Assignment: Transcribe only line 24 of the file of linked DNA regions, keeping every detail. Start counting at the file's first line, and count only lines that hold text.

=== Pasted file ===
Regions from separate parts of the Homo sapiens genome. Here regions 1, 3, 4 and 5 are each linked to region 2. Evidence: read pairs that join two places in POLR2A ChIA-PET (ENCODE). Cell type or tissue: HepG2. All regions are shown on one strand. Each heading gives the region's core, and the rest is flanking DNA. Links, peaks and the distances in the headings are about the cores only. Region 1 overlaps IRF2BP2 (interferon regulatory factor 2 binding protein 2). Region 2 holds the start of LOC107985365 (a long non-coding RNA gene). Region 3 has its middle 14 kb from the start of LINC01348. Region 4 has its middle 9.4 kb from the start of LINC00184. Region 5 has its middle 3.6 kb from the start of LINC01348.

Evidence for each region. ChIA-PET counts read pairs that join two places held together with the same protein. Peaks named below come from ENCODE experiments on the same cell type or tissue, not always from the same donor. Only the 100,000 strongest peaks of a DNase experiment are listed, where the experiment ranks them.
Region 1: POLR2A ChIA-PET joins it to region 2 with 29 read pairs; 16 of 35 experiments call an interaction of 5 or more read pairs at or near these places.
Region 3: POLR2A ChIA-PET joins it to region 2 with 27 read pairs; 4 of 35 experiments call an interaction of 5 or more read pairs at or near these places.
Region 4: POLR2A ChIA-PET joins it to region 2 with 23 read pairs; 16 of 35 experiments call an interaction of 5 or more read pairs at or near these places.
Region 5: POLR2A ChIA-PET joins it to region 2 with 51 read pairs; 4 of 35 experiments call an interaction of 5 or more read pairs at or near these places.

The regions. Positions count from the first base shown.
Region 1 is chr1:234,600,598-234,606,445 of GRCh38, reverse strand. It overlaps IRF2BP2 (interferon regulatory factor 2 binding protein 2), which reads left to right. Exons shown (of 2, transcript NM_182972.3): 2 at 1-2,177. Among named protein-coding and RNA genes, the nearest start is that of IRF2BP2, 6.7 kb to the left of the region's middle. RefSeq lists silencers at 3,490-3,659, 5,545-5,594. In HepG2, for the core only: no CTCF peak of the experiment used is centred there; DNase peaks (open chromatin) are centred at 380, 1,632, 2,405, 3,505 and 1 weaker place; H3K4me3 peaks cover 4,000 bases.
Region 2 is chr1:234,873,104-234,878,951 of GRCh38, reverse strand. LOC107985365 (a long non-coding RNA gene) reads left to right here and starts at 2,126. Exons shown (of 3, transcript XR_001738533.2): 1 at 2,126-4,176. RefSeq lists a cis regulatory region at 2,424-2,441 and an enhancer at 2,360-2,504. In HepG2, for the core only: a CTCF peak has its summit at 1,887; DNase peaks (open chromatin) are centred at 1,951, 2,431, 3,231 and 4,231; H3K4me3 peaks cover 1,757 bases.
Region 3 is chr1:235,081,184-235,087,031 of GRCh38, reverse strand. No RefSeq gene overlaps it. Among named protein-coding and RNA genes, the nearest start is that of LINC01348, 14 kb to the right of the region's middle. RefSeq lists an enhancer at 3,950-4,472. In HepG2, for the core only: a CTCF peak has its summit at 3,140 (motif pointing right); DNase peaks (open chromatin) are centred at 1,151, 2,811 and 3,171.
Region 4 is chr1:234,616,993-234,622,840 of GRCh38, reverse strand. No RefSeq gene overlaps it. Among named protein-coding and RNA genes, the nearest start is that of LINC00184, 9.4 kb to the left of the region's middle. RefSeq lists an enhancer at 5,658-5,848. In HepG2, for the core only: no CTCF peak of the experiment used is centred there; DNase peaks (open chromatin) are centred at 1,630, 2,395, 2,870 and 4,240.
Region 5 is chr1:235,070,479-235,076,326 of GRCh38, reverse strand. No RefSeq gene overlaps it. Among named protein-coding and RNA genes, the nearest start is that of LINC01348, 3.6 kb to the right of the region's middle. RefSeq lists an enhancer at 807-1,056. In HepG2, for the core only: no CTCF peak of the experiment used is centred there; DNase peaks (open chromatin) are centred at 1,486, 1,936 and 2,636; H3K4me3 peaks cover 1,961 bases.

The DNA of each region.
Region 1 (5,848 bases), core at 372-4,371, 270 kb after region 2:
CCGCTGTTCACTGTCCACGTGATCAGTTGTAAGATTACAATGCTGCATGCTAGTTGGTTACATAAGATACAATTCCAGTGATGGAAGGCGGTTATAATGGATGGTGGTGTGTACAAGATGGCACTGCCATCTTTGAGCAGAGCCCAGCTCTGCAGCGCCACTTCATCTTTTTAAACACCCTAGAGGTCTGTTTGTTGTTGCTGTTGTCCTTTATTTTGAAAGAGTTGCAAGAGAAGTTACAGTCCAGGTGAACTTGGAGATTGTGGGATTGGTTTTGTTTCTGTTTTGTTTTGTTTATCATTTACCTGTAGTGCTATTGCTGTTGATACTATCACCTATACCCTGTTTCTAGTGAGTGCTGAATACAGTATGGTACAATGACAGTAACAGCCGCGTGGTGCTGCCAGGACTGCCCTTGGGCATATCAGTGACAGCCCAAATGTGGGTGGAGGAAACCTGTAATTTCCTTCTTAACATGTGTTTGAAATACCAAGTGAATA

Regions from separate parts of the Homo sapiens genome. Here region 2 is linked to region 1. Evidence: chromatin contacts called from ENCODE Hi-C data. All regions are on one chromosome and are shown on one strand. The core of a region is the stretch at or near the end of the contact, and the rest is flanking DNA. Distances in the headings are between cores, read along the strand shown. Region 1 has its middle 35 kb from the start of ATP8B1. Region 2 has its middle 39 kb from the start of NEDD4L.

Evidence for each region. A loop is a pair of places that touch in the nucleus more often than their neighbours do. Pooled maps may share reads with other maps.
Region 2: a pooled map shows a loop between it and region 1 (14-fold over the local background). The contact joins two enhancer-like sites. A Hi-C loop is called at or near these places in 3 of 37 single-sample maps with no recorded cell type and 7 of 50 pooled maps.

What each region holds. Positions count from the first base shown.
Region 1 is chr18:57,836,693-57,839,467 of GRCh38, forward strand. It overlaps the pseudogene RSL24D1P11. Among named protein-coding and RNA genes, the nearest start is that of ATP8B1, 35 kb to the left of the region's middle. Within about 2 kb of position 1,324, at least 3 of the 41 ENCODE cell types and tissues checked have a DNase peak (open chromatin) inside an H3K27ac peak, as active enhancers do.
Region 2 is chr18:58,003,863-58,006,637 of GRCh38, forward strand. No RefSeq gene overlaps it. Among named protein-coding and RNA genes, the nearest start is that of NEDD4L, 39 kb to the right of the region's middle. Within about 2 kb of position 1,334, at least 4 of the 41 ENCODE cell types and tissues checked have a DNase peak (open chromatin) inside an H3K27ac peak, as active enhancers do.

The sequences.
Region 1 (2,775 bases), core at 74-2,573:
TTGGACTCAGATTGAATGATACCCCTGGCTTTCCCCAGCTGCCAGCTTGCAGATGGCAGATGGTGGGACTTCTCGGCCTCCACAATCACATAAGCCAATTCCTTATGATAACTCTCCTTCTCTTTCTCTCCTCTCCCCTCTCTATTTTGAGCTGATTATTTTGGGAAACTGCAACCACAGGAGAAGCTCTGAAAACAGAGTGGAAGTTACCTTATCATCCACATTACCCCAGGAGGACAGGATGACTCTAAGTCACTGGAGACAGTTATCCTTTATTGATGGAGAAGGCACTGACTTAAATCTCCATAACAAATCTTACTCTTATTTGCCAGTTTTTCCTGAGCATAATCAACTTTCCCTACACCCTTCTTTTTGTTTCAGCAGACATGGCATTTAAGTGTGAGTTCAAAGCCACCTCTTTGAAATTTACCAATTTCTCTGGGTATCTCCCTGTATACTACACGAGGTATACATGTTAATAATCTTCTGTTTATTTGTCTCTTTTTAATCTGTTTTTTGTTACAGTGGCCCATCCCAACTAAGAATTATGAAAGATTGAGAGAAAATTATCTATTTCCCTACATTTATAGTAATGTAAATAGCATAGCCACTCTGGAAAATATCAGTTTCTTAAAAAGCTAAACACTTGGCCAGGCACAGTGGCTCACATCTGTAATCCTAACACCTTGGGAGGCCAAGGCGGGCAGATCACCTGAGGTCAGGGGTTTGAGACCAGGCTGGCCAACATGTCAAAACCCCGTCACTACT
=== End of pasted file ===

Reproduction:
TTGGACTCAGATTGAATGATACCCCTGGCTTTCCCCAGCTGCCAGCTTGCAGATGGCAGATGGTGGGACTTCTCGGCCTCCACAATCACATAAGCCAATTCCTTATGATAACTCTCCTTCTCTTTCTCTCCTCTCCCCTCTCTATTTTGAGCTGATTATTTTGGGAAACTGCAACCACAGGAGAAGCTCTGAAAACAGAGTGGAAGTTACCTTATCATCCACATTACCCCAGGAGGACAGGATGACTCTAAGTCACTGGAGACAGTTATCCTTTATTGATGGAGAAGGCACTGACTTAAATCTCCATAACAAATCTTACTCTTATTTGCCAGTTTTTCCTGAGCATAATCAACTTTCCCTACACCCTTCTTTTTGTTTCAGCAGACATGGCATTTAAGTGTGAGTTCAAAGCCACCTCTTTGAAATTTACCAATTTCTCTGGGTATCTCCCTGTATACTACACGAGGTATACATGTTAATAATCTTCTGTTTATTTGTCTCTTTTTAATCTGTTTTTTGTTACAGTGGCCCATCCCAACTAAGAATTATGAAAGATTGAGAGAAAATTATCTATTTCCCTACATTTATAGTAATGTAAATAGCATAGCCACTCTGGAAAATATCAGTTTCTTAAAAAGCTAAACACTTGGCCAGGCACAGTGGCTCACATCTGTAATCCTAACACCTTGGGAGGCCAAGGCGGGCAGATCACCTGAGGTCAGGGGTTTGAGACCAGGCTGGCCAACATGTCAAAACCCCGTCACTACT